Meanwhile, in the remarkable experiments taking place in Manipur, the fight for women’s rights has taken a violent turn – with the shocking videos that have emerged. Last week a video surfaced, showing two women being paraded naked and assaulted by a mob. This abhorrent act has sent shockwaves across India, and Prime Minister Narendra Modi has spoken up, condemning the incident.
The incident has sparked outrage from all over the country, with thousands protesting in Manipur and in New Delhi. As a response to the violence, Home Affairs Minister Amit Shah called for a dialogue with the political opposition. The ruling Bharatiya Janata Party (BJP) also controls the Manipur state government, and protesters there have called for the state’s chief minister to be sacked. On Wednesday, the opposition introduced a motion for a no-confidence vote on Modi—intended to pressure the prime minister to speak about Manipur in parliament.
It cannot be said enough – violence and abuse against women is abhorrent and must be condemned in the strongest possible terms. Prime Minister Modi’s condemnation is a step in the right direction, and the international community must also step up to help the millions of women in South Asia that live in vulnerable conditions. It is important that the voices of these women are heard – their rights must be respected, and their suffering must be ameliorated.
The recent floods in Afghanistan are indicative of the country’s acute climate crisis – it is one of the countries most vulnerable to climate change. It grapples with regular floods and droughts, and researchers in the United Kingdom recently designated it as one of the areas most at risk from heat waves. Natural disasters affected thousands of people in Afghanistan last year and the Taliban’s elimination of a key water management agency has not helped the situation.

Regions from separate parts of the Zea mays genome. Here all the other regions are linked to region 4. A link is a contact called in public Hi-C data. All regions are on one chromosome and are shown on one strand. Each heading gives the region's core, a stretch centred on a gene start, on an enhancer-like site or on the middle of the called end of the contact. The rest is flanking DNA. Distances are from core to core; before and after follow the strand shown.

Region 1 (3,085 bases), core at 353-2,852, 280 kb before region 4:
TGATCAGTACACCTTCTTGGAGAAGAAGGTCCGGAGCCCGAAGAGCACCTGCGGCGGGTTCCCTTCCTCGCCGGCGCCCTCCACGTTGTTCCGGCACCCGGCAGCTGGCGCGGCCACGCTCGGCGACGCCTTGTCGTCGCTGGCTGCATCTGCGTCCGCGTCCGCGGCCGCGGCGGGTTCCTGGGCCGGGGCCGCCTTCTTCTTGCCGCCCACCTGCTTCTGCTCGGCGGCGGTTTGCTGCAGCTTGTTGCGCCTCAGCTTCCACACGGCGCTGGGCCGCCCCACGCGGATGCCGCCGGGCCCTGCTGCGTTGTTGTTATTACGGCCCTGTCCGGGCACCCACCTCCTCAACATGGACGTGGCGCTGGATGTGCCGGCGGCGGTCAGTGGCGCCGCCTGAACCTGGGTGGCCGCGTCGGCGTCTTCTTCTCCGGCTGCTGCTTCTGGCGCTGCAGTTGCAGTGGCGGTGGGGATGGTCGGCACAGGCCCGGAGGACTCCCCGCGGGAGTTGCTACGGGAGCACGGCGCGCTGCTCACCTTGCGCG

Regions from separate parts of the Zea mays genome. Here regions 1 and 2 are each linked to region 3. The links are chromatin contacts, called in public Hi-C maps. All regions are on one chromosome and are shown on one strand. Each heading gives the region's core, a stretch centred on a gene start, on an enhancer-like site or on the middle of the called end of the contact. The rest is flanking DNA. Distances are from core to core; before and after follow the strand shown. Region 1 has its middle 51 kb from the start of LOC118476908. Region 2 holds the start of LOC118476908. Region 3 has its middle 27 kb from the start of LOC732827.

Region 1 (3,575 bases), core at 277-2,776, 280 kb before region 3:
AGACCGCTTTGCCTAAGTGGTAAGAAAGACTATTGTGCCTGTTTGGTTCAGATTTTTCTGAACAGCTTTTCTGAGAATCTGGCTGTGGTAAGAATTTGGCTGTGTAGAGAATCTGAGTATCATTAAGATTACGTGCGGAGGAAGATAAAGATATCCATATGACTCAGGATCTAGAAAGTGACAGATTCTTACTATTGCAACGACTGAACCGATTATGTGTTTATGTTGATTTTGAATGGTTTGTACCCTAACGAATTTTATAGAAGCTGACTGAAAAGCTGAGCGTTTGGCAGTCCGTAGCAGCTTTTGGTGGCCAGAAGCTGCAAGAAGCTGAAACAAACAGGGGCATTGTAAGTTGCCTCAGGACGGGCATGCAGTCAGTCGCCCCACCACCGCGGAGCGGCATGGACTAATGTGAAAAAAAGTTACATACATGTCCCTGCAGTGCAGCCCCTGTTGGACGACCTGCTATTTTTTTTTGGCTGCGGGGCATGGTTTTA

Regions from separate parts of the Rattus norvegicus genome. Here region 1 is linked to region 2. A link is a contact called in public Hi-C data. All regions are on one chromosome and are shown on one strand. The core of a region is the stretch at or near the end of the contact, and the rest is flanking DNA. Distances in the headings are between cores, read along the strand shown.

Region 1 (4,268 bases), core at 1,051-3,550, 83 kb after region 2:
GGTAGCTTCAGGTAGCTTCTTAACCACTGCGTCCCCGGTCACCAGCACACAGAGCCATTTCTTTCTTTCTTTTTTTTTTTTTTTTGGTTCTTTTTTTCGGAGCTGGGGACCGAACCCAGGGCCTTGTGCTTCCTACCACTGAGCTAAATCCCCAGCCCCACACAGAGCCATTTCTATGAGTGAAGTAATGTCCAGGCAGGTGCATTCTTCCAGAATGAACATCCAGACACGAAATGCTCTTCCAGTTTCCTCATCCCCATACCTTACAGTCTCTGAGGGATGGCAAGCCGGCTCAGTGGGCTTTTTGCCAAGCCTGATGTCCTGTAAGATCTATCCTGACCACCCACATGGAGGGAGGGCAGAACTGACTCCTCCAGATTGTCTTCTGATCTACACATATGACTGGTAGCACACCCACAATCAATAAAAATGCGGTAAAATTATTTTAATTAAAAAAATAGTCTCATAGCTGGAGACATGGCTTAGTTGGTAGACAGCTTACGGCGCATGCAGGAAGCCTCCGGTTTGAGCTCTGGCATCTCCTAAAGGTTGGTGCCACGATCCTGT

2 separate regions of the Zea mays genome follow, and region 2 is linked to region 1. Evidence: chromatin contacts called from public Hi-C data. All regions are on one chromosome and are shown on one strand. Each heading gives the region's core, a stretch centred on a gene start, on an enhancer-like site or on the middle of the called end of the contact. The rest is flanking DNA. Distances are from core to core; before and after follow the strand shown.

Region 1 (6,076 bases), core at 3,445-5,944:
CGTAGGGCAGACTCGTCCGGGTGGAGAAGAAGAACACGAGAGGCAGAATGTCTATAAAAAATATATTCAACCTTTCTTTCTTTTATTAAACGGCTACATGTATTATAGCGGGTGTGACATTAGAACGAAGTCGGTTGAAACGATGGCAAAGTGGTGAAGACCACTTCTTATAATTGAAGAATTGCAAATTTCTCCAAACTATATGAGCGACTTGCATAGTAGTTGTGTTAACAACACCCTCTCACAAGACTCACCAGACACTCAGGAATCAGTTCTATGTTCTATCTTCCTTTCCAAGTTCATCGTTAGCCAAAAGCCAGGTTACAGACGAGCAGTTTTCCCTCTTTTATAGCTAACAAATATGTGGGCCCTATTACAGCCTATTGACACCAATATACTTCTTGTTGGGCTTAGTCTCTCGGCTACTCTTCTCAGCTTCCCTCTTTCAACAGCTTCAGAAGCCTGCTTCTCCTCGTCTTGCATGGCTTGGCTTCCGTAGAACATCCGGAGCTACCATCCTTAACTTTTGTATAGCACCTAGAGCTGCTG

Adding to the country’s food insecurity is a locust crisis wreaking havoc on crops across eight provinces, which could ruin one-quarter of the year’s wheat harvest. Unfortunately, as of now, Afghan’s don’t stand to benefit from the recently approved at the U.N. Climate Change Conference for a new loss and damage agreement to create a fund for vulnerable countries such as Afghanistan – due to international sanctions.
U.S. Secretary of State Antony Blinken spoke with his Pakistani counterpart, Bilawal Bhutto Zardari, by phone on Monday. Blinken mentioned democratic principles and respect for the rule of law – likely an indirect reference to Pakistan’s government’s crackdown against the opposition. The State Department also readout mentioned the U.S. rejection of former Prime Minister Imran Khan’s accusation that the United States helped to oust him from power through a parliamentary no-confidence vote last April.
Sri Lankan President Ranil Wickremesinghe also traveled to India and left after producing further economic agreements – with India offering up to $4 billion in aid and support during Sri Lanka’s major economic crisis last year. A striking development also happened in Nepal this week as China launched its ‘Silk Roadster’ initiative focusing on people-to-people engagement, skills training, study abroad programs, and business exchanges.
The flash floods, ethnic violence, heat waves, and political instability beware witness in the South Asian region in recent weeks are a clear indication of how concerning climate change is in the region and how much needs to be done. Evidently, more assistance from the international community is required in order to help bolster climate resilience and aid those suffering in the region. Otherwise, the humanitarian crisis and associated security threats will only be further aggravated.